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[10 on Tuesday] 10 Ways to Green Your Historic Home

Posted on: August 14th, 2012 by Julia Rocchi 8 Comments

 


Job Corps students help restore Grey Towers National Historic Site to make it a more sustainable facility.

We walked you through 10 easy ways to weatherize your historic home a couple weeks ago. Now we want to help you take it a step further with these simple approaches to making your home more sustainable.

But what exactly do we mean when we say “sustainable,” at least in the context of historic preservation? Well, we’re talking about using what we already have -- in this case, buildings, and the features and materials that make them unique and historic. Many older homes were constructed with energy efficiency in mind (when home owners once had no choice, because things like central AC weren’t an option), so their “environmental friendliness quotient” is already high.

Today it’s up to us, the current caretakers, to continue retrofitting and reusing these places in ways that both honor their original construction and also reduce their environmental footprint in a modern world.

So let’s not waste any more energy -- here are 10 tips for greening your historic home.

1.    Keep original windows intact. Studies show that older windows can perform as well as vinyl replacements. Weatherstrip them so that they seal tightly, caulk the exterior trim, and repair cracked glazing or putty around glass panels. You'll reduce landfill waste and the demand for vinyl, a non-biodegradable material that gives off toxic byproducts when it's made.

2.    Use light paint colors for your house's exterior. Lighter colors reflect heat better than darker ones. Many older homes were typically painted with light-reflecting finishes, so you can be sustainable and accurate in one fell swoop.

3.    Insulate the attic, basement, and crawl space. About 20 percent of energy costs come from heat loss in those areas. Just take care to avoid materials that can damage historic fabric.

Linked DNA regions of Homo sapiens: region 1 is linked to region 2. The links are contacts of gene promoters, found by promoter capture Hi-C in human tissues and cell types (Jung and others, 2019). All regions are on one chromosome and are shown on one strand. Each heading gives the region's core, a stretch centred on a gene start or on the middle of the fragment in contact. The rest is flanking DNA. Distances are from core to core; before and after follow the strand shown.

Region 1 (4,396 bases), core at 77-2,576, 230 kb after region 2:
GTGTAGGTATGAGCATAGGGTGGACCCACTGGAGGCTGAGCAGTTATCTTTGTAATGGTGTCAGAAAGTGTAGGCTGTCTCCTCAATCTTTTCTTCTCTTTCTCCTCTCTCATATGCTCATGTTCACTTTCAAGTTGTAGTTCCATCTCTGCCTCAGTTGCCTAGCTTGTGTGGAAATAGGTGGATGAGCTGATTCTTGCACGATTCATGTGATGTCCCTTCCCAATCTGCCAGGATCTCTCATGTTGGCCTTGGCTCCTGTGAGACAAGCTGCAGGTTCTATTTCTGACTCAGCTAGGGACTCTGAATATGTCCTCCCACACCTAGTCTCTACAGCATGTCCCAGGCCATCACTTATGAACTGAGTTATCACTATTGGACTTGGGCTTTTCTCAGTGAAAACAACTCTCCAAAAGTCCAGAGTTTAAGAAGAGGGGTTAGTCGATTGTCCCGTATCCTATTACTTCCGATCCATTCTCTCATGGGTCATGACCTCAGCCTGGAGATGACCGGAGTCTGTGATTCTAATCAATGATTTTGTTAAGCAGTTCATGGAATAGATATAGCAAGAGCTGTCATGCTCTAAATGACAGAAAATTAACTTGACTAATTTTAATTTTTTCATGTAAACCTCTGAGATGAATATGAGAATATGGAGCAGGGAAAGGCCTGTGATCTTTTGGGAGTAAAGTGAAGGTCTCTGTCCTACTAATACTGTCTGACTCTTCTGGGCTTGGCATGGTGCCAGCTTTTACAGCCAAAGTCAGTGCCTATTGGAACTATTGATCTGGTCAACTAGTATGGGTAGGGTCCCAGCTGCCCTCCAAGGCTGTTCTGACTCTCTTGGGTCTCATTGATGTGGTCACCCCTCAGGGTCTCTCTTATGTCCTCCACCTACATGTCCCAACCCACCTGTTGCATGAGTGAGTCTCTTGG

4.    Reuse old materials such as brick, stone, glass, and slate when making home improvements. You can also scour local salvage shops to find contemporaneous materials (and save it from going to a landfill).

5.    Plant trees. Evergreen trees on the north and west sides of your house can block winter winds, and leafy trees on the east, west, and northwest provide shade from the summer sun. Use old photos of your house to try to match the historic landscaping. (Don’t have photos? See our tips on researching your home’s history!)


Example of a well-shaded wraparound porch on a historic home in Oxford, North Carolina.

6.    When appropriate, open the windows and use fans and dehumidifiers, which consume less energy than air-conditioning. Many old houses were designed with good cross-ventilation; take advantage of your home's layout. Ceiling fans lower the perceived temperature in summer, lessening reliance on air conditioning and saving energy. And in the winter, they draw warm air down from the ceiling, saving on heating costs. So again, double benefit for one change.

7.    Keep doors airtight by weatherstripping, caulking, and painting them regularly. Recent studies suggest that installing a storm door is not necessarily cost-effective. Better to keep your doors in fighting shape -- and ideally in keeping with the character of the house.

8.    Install fireplace draft stoppers, attic door covers, and dryer vent seals that open only when your dryer is in use. An open dampener in a fireplace can increase energy costs by 30 percent, and attic doors and dryer vent ducts are notorious energy sieves.

9.    Restore porches and awnings. Porches, awnings, and shutters were intended for shade and insulation, plus they add a lot of personality to your home. To further save energy, draw shades on winter nights and summer days.

10.    Inspecting, maintaining, and repairing your existing roof is the best way to "go green" by using what you already have. Depending on the materials, installation, and ongoing maintenance, some roofs will last longer than others. We hope to present more info on solar-powered roof systems in future 10 on Tuesday posts -- stay tuned!

And as we mentioned in our weatherizing post, an energy audit is the best place to start. It will help you determine what you need to do now and exactly how much you’re likely to save.

Happy greening!

Want a ballpark estimate on the cost of going green? Check out our Green Guide to get a sense of how long it might take to recover the dollars you invest.

The National Trust for Historic Preservation works to save America's historic places. Join us today to help protect the places that matter to you.

Julia Rocchi

Julia Rocchi

Julia Rocchi is the associate director for digital content at the National Trust. By day she wrangles content; by night (and weekends), she shops local, travels to story-rich places, and walks around looking up at buildings.

 

Last week, National Trust staffers took a field trip -- or, more accurately, a tunnel trip.